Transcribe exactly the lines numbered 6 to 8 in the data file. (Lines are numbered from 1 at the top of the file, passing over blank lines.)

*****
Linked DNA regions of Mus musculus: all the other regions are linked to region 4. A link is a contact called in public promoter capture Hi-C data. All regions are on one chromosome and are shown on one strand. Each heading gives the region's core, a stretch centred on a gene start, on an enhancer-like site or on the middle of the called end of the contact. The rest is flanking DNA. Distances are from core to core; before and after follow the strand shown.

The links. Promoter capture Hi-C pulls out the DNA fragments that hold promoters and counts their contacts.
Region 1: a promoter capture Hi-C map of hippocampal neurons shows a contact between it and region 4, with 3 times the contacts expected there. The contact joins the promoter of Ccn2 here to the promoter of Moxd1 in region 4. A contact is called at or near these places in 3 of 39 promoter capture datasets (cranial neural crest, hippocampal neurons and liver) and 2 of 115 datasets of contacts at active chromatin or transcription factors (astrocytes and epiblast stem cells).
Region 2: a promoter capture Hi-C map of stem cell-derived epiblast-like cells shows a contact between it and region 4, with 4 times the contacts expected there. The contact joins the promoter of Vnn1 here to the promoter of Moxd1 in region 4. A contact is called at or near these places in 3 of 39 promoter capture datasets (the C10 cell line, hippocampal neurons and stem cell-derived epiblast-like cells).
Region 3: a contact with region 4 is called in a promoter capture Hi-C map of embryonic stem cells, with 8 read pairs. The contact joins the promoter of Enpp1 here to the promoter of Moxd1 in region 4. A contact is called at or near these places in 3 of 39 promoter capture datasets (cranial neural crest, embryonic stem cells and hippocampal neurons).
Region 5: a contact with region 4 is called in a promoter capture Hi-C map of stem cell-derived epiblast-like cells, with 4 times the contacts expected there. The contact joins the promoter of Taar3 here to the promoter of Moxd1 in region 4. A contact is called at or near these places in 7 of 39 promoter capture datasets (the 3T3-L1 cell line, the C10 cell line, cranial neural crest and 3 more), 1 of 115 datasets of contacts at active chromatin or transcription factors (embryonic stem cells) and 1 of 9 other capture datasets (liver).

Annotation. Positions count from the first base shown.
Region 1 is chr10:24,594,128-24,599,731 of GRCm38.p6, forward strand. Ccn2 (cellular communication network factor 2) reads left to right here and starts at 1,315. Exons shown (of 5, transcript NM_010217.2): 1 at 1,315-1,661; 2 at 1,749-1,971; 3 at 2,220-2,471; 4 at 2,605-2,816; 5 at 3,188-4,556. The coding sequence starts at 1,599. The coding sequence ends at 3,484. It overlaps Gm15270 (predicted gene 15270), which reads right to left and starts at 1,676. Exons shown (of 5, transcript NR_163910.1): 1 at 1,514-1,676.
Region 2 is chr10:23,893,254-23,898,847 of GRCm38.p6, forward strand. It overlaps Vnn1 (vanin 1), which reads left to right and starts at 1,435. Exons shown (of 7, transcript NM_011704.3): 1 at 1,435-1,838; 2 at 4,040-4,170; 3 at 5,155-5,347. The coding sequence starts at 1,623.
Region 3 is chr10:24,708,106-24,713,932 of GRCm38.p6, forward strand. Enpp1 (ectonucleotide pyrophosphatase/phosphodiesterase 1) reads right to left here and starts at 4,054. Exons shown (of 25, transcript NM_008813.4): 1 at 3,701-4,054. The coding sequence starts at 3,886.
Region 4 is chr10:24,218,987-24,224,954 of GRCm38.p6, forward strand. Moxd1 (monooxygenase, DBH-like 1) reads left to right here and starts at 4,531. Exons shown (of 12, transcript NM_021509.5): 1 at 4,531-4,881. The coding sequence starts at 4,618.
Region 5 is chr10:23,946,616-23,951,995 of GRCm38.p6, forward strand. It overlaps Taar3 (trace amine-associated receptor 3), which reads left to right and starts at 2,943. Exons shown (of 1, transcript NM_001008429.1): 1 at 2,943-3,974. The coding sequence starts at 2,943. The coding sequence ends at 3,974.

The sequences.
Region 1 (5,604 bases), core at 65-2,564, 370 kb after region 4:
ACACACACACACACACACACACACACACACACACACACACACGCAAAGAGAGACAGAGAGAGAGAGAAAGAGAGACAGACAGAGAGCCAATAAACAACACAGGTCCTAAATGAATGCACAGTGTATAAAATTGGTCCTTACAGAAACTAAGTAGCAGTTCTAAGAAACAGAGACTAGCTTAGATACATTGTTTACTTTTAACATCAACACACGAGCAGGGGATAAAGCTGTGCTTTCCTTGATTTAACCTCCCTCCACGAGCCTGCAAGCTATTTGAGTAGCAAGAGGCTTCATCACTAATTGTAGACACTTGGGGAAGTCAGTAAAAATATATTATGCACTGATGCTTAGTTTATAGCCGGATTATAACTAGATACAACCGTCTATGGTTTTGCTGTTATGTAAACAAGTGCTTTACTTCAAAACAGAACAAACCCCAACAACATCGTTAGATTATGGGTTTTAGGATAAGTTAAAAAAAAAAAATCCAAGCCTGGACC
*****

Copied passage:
Region 5: a contact with region 4 is called in a promoter capture Hi-C map of stem cell-derived epiblast-like cells, with 4 times the contacts expected there. The contact joins the promoter of Taar3 here to the promoter of Moxd1 in region 4. A contact is called at or near these places in 7 of 39 promoter capture datasets (the 3T3-L1 cell line, the C10 cell line, cranial neural crest and 3 more), 1 of 115 datasets of contacts at active chromatin or transcription factors (embryonic stem cells) and 1 of 9 other capture datasets (liver).

Annotation. Positions count from the first base shown.
Region 1 is chr10:24,594,128-24,599,731 of GRCm38.p6, forward strand. Ccn2 (cellular communication network factor 2) reads left to right here and starts at 1,315. Exons shown (of 5, transcript NM_010217.2): 1 at 1,315-1,661; 2 at 1,749-1,971; 3 at 2,220-2,471; 4 at 2,605-2,816; 5 at 3,188-4,556. The coding sequence starts at 1,599. The coding sequence ends at 3,484. It overlaps Gm15270 (predicted gene 15270), which reads right to left and starts at 1,676. Exons shown (of 5, transcript NR_163910.1): 1 at 1,514-1,676.